IN 221 BC, Hamilcar, Hannibal's father, made a peace with Rome that divided Spain north and south between Rome and Carthage. The latter got the larger "piece," the area shaded in green on the map below.
Hannibal broke the peace only three years later, with disastrous consequences for Carthage.
Are there any comparative statistics for population, taxation, or military enrollment for Rome, Carthage, and Carhaginian Spain that suggest that if Hannibal had deferred war for another generation (till the early 200s BC), that the growth of Carthagian Spain would have put Carthage in a better position than she actually enjoyed in 218 BC? That is, should Hannibal have spent a generation "consolidating" instead of attacking?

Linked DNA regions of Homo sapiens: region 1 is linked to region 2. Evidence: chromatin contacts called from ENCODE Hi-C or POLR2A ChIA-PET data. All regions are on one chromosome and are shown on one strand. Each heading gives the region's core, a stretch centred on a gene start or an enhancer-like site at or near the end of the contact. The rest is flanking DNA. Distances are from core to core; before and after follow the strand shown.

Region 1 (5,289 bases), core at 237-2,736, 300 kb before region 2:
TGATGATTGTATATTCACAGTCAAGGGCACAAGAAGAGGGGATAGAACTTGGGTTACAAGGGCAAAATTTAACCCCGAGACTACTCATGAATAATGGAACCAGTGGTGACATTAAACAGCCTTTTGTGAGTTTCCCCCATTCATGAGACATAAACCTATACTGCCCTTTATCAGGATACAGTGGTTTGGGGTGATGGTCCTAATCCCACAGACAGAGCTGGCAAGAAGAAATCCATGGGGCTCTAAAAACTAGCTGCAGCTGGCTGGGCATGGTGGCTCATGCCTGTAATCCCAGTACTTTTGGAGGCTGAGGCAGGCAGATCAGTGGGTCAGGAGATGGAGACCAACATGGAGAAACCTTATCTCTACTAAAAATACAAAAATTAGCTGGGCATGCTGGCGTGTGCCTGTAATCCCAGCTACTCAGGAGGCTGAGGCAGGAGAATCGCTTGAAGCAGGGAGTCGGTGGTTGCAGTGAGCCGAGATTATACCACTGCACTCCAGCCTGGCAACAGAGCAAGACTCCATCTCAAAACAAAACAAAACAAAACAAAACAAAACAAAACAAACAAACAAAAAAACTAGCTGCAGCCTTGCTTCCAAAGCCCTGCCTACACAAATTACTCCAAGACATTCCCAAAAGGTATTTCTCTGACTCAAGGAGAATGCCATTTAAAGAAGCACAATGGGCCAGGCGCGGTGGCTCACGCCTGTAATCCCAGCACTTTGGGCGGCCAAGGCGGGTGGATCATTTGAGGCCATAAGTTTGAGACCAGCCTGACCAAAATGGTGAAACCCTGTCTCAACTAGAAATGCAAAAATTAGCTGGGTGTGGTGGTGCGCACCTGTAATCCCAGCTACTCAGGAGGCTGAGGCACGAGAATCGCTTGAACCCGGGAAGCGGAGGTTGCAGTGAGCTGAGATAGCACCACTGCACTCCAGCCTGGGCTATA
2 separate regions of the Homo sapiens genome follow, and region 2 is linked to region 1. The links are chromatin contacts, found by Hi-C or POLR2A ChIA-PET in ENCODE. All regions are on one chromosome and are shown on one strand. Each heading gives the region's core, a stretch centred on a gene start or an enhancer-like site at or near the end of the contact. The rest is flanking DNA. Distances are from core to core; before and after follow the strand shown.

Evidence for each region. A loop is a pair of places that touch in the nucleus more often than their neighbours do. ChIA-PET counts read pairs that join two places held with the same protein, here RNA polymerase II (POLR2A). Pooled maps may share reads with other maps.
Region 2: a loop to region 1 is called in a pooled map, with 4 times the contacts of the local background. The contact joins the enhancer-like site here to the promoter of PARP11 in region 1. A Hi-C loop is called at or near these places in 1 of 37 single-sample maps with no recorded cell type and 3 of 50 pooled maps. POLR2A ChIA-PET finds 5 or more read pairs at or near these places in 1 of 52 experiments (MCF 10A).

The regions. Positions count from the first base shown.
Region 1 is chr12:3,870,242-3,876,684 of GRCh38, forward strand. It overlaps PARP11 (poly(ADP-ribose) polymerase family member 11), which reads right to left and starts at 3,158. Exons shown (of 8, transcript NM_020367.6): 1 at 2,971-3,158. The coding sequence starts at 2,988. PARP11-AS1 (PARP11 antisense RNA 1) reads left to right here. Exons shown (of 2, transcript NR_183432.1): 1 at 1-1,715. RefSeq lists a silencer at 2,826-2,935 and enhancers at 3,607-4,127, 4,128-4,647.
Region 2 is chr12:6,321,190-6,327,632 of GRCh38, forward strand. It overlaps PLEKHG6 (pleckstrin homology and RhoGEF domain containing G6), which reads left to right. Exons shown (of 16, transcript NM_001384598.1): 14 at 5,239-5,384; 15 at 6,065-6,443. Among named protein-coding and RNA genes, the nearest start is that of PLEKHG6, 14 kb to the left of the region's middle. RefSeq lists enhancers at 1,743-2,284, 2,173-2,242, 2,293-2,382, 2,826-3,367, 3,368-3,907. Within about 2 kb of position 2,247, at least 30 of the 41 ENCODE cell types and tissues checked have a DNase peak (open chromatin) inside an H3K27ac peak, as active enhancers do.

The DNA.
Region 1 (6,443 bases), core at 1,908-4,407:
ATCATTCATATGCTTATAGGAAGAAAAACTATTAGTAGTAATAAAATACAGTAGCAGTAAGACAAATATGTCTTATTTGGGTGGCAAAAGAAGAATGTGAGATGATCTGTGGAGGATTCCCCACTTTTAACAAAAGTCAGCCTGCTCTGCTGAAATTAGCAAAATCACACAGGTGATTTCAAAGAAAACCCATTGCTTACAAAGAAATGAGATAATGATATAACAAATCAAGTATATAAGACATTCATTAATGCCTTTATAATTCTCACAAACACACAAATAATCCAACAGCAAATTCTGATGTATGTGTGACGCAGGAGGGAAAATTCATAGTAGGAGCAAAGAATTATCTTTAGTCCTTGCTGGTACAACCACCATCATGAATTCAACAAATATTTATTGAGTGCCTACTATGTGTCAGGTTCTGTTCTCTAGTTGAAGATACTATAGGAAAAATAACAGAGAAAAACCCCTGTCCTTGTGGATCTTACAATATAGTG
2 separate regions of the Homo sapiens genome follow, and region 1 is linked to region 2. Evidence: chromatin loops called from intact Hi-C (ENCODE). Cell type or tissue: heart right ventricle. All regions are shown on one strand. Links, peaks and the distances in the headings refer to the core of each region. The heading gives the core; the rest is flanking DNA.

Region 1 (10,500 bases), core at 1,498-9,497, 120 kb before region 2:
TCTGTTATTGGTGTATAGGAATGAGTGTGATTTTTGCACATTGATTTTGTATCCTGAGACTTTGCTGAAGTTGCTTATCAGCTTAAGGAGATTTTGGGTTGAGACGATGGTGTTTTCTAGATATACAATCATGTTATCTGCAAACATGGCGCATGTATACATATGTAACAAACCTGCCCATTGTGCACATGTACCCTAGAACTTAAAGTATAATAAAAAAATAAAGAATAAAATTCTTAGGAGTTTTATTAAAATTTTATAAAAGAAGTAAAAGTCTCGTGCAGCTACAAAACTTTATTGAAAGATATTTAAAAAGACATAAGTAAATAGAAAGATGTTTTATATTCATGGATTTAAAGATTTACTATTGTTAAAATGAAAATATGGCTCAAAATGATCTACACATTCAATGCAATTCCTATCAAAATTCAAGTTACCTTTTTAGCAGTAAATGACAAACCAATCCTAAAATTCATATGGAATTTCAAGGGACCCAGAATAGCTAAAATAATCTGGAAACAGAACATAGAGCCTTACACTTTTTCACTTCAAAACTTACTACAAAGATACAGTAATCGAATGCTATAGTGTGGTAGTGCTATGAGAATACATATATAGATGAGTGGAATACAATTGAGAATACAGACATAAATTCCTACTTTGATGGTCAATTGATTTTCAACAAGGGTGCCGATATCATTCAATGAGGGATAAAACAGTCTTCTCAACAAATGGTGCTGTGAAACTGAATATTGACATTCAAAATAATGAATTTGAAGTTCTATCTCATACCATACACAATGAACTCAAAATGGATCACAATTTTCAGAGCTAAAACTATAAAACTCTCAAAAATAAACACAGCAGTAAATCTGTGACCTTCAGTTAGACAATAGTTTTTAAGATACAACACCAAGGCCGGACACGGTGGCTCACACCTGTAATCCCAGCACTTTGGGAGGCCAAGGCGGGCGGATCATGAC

On the other hand, the causus belli was the Roman protection of Sagentum in the Carthaginian "sphere of influence." Could this have plausibly threatened a "rollback" of Carthagian power that made it imperative for Carthage to strike at the level of her maximum power?